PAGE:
Quantum simulation more stable than expected

A localization phenomenon boosts the accuracy of solving quantum many-body problems with quantum computers. These problems are otherwise challenging for conventional computers. This brings such digital quantum simulation ...

Polymer movement: key to next-generation coatings

Researchers in the Department of Materials Science and Engineering at Texas A&M University, led by doctoral student Victor Selin and Dr. Svetlana Sukhishvili, are making headway in understanding fundamental principles that ...

Scientist describes fundamental process when ice is compressed

Almost three-quarters of the earth's surface is covered by water. Almost two-thirds of the human body is made up of it. We drink it. We use it in our homes and in industry. As a solid, it's ice. As a gas, it's steam.

Giant machine shows how a computer works

A giant, fully operational 16-bit computer that aims to demystify the strange and seemingly magical mechanisms of computation has been built by students and staff from the University of Bristol.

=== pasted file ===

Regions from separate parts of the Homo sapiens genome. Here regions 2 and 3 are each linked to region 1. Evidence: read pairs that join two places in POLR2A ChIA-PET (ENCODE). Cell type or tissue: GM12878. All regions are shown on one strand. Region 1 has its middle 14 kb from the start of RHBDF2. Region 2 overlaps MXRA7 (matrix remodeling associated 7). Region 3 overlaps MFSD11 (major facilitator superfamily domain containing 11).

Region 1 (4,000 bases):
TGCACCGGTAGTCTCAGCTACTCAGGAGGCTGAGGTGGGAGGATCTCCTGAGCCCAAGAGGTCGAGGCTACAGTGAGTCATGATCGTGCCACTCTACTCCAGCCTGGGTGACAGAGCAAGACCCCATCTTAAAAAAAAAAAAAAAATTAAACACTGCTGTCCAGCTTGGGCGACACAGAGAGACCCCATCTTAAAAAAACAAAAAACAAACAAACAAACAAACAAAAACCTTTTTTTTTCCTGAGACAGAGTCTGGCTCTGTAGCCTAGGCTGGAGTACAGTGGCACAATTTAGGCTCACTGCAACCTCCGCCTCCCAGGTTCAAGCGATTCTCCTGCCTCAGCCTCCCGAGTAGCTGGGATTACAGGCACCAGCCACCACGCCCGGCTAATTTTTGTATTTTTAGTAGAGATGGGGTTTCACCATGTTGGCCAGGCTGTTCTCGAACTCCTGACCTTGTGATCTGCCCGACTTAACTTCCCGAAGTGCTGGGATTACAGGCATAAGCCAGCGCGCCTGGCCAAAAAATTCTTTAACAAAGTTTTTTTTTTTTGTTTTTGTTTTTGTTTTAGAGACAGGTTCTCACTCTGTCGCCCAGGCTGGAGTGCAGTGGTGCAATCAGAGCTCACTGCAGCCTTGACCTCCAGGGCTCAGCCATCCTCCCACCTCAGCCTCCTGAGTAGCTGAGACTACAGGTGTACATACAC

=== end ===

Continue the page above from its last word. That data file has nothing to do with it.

A quantum simulator of impossible physics

The research group Quantum Technologies for Information Science (QUTIS) of the UPV/EHU-University of the Basque Countr has created a quantum simulator that is capable of creating unphysical phenomena in the atomic world—in ...

Slow light speeds up the microscopic world

A team of researchers from the University of St Andrews and the University of York has slowed down the speed of light in a process which could have major applications in fundamental science and medical diagnosis.

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